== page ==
Will ‘Udta Punjab’ aid AAP in Punjab?
The controversy surrounding the release of Bollywood film “Udta Punjab” has come as godsend for the Aam Aadmi Party (AAP) to target the ruling Shiromani Akali Dal (SAD) in the run-up to assembly elections slated early next year.
The AAP had entered the Punjab assembly poll arena with a bang in January this year when party leader and Delhi chief minister Arvind Kejriwal addressed a hugely successful rally on the occasion of Maghi Mela. However, over the past months, the party has been hunting hard to look for issues to corner the ruling SAD-BJP alliance in the state.
The AAP toyed with several issues but nothing could really be turned into a pan-Punjab subject of mass concern. The party spoke vociferously in favour of the farmers, highlighting agriculture distress leading to suicides. Its bid to launch itself back into the slot of the hot favourites through a mega protest march to the chief minister’s residence last month on the issue of an alleged Rs 12,000 crore food grain scam also didn’t pay off. Instead, its own wavering response on division of river waters with Haryana and the Sutlej-Yamuna Link (SYL) canal dulled the initial dazzle it had created.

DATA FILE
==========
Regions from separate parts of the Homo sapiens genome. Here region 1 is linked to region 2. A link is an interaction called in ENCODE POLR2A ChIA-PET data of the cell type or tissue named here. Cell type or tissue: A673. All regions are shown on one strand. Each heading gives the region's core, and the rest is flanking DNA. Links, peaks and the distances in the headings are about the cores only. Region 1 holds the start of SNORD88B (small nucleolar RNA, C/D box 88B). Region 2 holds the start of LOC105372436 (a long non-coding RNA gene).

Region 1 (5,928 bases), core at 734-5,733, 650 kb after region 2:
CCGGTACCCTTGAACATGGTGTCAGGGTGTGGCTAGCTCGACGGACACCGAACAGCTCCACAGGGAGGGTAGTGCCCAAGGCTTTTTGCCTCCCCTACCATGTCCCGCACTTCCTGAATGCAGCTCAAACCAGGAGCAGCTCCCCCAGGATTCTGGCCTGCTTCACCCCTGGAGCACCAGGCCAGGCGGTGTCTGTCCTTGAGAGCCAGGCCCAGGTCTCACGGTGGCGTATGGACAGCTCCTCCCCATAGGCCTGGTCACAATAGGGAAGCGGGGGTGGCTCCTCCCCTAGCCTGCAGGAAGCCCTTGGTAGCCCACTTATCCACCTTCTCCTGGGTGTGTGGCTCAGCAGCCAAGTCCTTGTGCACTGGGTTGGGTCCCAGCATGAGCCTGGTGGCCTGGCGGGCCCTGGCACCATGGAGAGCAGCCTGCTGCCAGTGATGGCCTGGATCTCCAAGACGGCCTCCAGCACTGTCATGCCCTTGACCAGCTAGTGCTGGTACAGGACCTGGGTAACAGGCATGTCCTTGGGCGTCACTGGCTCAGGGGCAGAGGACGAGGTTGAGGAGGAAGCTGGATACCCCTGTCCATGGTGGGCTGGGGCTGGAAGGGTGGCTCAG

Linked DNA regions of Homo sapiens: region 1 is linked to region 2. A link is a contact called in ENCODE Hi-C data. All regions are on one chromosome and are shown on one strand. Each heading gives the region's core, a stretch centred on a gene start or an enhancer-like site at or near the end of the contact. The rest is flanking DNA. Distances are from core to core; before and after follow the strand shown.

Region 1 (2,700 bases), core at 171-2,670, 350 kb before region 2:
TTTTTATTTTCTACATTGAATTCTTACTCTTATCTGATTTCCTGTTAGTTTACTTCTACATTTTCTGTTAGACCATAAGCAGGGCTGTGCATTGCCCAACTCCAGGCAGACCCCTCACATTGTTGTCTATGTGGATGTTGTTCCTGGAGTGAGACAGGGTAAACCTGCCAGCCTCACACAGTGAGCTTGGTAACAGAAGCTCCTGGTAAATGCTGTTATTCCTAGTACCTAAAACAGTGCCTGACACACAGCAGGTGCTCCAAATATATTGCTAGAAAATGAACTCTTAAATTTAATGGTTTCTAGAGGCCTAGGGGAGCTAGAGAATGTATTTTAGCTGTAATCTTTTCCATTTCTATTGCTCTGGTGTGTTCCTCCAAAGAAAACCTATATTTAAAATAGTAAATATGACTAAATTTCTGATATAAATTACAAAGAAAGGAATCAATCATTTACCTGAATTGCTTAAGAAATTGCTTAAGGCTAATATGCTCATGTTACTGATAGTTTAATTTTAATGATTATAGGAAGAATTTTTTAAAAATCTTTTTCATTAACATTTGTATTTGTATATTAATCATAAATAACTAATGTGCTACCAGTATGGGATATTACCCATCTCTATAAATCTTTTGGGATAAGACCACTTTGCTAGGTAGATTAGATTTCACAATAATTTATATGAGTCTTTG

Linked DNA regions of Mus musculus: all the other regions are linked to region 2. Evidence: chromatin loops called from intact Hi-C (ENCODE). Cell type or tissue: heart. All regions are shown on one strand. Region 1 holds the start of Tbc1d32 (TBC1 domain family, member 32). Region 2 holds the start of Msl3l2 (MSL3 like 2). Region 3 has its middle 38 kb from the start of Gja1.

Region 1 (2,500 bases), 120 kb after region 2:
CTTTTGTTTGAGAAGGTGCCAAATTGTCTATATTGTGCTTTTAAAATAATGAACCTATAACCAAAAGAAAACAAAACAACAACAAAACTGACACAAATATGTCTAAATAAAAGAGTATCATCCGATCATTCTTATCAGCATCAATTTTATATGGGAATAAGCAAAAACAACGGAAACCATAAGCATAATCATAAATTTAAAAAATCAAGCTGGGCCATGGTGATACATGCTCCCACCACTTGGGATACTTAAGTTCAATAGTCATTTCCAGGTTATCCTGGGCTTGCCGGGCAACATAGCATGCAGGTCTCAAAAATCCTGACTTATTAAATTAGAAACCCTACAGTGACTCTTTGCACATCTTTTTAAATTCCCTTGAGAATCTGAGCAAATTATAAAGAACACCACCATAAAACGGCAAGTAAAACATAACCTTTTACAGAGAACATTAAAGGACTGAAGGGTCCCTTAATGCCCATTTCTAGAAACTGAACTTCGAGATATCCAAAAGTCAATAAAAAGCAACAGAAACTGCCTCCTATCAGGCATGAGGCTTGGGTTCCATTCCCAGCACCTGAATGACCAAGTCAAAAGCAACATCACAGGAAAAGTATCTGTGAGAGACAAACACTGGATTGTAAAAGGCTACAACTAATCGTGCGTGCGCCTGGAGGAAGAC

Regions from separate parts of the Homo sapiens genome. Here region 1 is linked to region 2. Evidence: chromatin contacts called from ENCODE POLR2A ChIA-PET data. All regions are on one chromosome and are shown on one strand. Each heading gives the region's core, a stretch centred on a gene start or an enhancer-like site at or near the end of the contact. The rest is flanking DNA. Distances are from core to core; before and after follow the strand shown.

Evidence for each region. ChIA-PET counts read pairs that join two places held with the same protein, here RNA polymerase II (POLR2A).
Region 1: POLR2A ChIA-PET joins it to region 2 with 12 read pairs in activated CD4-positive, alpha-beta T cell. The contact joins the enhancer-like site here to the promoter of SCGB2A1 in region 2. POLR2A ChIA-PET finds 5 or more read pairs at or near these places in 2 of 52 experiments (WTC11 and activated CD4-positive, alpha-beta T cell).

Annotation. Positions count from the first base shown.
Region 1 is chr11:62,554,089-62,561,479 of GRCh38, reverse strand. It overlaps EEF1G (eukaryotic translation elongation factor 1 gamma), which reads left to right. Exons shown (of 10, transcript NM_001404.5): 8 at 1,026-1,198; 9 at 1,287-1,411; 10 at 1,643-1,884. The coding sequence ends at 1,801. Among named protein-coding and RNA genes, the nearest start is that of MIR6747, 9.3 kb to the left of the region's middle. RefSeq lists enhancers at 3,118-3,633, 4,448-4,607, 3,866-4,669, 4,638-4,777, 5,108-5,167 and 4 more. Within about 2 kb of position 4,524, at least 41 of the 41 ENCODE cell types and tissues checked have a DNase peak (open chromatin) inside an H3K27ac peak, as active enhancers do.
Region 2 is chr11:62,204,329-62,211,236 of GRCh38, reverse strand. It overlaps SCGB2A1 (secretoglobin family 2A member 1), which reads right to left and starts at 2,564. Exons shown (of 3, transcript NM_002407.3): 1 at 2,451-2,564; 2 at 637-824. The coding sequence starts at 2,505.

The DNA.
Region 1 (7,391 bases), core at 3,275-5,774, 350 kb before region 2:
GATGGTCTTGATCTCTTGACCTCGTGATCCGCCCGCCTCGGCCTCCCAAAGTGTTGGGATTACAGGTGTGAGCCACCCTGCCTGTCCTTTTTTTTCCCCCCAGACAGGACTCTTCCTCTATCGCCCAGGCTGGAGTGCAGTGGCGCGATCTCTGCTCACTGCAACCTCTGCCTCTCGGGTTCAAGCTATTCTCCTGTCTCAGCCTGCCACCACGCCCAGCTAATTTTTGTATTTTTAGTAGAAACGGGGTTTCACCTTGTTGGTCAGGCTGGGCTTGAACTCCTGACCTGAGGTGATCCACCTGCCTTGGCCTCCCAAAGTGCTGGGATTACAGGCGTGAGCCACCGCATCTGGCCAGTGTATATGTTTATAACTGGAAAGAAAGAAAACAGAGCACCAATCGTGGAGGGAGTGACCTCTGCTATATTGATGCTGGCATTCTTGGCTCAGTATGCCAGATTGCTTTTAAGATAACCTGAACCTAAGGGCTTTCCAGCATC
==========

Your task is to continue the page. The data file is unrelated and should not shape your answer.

For the Akalis, “Udta Punjab” could not have come at a worse time than this. Out of all the issues that total up to the overwhelming anti-incumbency that the SAD-BJP combine is facing, rampant drug abuse is at the top. In the past three years, the shift in public perception with respect to drug abuse has gone entirely against the SAD. What was considered to be a matter of “personal choice” for the drug user and explained away as “bad luck” by the user’s family, has come to be a seen as a fault of the government, not just in terms of the police-peddler nexus, but also direct blame being shifted to politicians for their alleged facilitation of drug smugglers.
The AAP, aiming to emerge as a key challenger in the poll sweepstakes, has gone all out and hit the SAD where it hurts the most. Its leaders have even repeatedly accused state revenue minister Bikram Singh Majithia of “promoting” narcotics. Majithia had reacted by slapping criminal defamation cases against AAP leaders, including Kejriwal, and party state in-charge Sanjay Singh.
While the AAP has been aggressively harping on the drug issue, the Punjab Congress led by Captain Amarinder Singh, has given a virtual clean chit to the government on the issue. It now suits the AAP if a film which focuses on the severity of the problem gets a national attention. If AAP leaders, two of who are actors/stand-up comedians themselves, are able to scale up the issue, riding on the strong voices emerging from Bollywood in support of the film, and revive the debate on drug abuse in Punjab, the issue has the potential to emerge as a key factor in the poll-bound state, much to the discomfort of the Akalis.